More than 250,000 gallons of maple syrup are produced in New York state each year making it the second largest maple producer in the country (New York produces about 17 percent of all US maple syrup). Late winter, when daily temperatures reach the 40’s and nightly temperatures fall back below freezing, is the ideal time to tap maple trees. Every year in February more than 1,500 farmers in New York tap their maple trees and begin the process of collecting maple sap which is later gently boiled down into the sweet amber syrup that we put on waffles. Forty gallons of tree sap is reduced through the boiling process to produce one gallon of maple syrup. On its own, Maple tree sap has a two percent sugar content. When the boiling process is finished maple syrup will be about 66 percent sugar.
The maple syrup process begins with the tapping of the trees. Half inch holes are drilled about three inches deep into the maple trees and a spile (a spigot -like device) is tapped into the hole. A bucket is hung below the spile to collect the tree sap. Some farmers use plastic hoses that connect several trees to a central collection tank. After the the sap is collected, it is taken to the sugarhouse where the boiling process happens. Some sugarhouses are true to the historic sugaring process and employ large cast iron kettles to boil down the sap. Most contemporary sugarhouses use large rectangular steel tanks that are heated from underneath.
Today many maple syrup producers use reverse osmosis to remove 75-80 percent of the water from the sap before it is further boiled down to syrup. The advantages of reverse osmosis include the reduction of energy consumption and minimized exposure of the syrup to prolonged periods of excessively high temperatures.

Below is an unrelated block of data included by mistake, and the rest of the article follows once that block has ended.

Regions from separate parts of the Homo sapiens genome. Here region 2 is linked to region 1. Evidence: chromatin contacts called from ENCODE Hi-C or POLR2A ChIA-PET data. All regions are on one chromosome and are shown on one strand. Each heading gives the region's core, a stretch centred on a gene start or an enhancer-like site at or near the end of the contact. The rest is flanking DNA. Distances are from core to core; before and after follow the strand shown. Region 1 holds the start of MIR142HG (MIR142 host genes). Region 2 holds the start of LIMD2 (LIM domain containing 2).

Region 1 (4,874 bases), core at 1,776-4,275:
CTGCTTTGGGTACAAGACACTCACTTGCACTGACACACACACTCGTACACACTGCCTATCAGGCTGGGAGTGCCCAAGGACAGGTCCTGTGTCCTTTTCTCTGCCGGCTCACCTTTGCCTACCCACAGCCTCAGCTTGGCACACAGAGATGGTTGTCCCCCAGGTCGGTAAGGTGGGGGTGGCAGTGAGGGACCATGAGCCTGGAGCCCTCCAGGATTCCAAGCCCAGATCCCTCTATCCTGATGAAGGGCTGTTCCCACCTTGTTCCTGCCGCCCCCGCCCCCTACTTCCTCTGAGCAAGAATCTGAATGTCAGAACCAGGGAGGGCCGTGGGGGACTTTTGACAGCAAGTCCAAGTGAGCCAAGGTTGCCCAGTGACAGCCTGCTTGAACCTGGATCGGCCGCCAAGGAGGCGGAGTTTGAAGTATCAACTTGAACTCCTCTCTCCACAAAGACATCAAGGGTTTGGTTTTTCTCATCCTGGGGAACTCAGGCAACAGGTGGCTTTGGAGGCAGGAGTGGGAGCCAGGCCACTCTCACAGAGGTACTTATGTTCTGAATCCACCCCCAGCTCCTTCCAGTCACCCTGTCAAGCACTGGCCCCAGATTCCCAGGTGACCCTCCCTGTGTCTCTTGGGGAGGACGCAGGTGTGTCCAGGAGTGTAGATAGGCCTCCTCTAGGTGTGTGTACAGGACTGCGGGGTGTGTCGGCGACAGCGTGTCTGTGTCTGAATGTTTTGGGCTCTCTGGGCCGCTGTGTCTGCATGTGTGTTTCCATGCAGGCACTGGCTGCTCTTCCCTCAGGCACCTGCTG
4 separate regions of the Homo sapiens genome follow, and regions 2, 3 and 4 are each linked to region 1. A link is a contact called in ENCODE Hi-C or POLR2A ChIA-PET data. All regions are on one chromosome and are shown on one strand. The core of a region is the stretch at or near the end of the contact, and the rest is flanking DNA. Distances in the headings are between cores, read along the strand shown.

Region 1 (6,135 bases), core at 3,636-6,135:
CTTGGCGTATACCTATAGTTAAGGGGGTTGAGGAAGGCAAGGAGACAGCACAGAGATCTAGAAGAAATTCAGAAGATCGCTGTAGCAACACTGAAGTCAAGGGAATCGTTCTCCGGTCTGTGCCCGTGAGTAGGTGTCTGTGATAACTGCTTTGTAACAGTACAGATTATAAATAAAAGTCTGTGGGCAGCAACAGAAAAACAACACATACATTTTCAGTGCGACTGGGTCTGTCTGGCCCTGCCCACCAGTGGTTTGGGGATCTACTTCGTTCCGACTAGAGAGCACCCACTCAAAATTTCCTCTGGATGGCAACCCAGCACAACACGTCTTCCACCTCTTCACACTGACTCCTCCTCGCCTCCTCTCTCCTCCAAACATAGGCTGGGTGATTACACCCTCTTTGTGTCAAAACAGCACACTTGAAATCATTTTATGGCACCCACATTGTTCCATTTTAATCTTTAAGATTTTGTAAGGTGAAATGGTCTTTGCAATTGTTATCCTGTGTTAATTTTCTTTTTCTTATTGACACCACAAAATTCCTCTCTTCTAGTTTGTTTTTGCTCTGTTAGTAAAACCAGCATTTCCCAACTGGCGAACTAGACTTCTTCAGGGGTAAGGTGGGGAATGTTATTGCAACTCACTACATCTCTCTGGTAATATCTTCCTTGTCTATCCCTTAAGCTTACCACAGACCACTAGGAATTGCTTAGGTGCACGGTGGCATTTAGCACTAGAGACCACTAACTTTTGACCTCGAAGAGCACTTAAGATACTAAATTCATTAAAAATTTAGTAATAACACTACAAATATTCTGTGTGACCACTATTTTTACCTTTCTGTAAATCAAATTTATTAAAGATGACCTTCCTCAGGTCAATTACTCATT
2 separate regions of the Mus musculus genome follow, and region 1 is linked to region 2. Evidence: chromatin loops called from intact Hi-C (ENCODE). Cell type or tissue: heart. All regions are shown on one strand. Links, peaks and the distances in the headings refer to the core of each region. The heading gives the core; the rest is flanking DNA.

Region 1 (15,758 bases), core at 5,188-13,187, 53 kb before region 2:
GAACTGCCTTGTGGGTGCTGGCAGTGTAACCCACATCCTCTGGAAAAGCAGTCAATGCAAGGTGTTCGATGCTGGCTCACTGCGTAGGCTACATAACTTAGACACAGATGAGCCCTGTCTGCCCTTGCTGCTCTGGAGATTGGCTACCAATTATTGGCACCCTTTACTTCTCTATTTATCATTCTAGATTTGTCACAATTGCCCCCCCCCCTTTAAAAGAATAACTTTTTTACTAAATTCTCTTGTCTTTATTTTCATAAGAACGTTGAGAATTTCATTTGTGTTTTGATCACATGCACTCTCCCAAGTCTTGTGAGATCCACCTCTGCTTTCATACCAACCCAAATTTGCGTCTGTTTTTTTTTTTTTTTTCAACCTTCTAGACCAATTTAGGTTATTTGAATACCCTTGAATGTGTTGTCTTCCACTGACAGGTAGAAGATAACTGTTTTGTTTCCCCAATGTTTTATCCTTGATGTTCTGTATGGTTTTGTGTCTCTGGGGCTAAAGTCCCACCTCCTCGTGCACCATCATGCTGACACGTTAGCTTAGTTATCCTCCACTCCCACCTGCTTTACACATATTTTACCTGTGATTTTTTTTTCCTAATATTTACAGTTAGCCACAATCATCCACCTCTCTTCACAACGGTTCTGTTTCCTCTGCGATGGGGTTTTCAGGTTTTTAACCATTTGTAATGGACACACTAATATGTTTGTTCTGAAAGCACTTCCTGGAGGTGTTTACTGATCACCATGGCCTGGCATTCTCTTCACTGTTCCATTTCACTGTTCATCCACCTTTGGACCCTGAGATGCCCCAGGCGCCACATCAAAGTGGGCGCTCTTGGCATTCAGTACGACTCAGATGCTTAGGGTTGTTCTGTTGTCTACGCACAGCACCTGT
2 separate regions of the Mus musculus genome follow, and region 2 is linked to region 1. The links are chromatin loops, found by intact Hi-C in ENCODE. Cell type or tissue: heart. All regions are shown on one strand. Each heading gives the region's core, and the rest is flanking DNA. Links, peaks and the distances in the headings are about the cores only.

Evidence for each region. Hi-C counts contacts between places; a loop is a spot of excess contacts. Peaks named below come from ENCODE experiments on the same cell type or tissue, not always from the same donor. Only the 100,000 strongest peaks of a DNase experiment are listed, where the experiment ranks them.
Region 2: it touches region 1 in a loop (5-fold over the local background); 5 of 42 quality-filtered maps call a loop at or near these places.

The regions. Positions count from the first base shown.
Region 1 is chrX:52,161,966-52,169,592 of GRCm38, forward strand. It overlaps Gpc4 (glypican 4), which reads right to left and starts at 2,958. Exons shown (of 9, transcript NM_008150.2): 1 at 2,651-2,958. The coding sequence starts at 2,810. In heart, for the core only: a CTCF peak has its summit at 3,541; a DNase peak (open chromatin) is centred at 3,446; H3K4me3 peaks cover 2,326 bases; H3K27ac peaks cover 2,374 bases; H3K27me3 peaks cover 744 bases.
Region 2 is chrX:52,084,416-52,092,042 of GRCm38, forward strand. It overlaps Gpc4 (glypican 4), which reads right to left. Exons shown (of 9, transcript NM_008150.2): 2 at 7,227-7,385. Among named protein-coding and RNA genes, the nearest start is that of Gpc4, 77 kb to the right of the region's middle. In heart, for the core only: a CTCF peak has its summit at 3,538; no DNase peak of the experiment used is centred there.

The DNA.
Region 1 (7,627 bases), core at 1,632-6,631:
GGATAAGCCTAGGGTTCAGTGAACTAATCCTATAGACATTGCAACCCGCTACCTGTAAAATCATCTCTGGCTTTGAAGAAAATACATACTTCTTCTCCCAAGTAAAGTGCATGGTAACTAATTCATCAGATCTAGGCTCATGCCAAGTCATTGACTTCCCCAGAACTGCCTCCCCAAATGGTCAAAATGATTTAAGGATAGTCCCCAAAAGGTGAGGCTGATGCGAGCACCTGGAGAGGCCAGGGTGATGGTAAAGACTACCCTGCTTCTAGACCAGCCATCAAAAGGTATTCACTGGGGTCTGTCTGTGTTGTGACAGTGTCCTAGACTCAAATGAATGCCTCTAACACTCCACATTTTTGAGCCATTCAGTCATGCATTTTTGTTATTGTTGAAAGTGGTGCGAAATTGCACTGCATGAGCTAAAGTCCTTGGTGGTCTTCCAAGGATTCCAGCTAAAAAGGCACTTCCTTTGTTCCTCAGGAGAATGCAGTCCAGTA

When the maple tree sap is finally boiled down to maple syrup, it can be boiled down even further to make maple sugar, maple candy and maple taffy. More moderate levels of boiling are used to create products like maple cream, which is softer and less granular than maple sugar, and maple butter which has a creamy, slightly thick and spreadable consistency.
Syrup quality is graded according to its flavor profile and its color. Some common background flavors that occur include molasses, vanilla, caramel, chocolate, and coffee. Occasionally woody, fruity and floral flavors are present. The individual flavor of maple syrup depends very much on how and where the maple trees are grown.
647 Bunker Hill Rd.
Salem, NY 12865
Crown Maple, LLC
47 McCourt Road
Dover Plains, NY12522
Maple Hill Farm
Victor Putnam and Caroline Foote
107 Crapser Road
Cobleskill, NY 12043-5913
Catskill Mountain Sugar House
8 Sugar House Lane
Grahamsville, NY 12740
Simple and delicious, maple shortbread can be whipped up and baked in minutes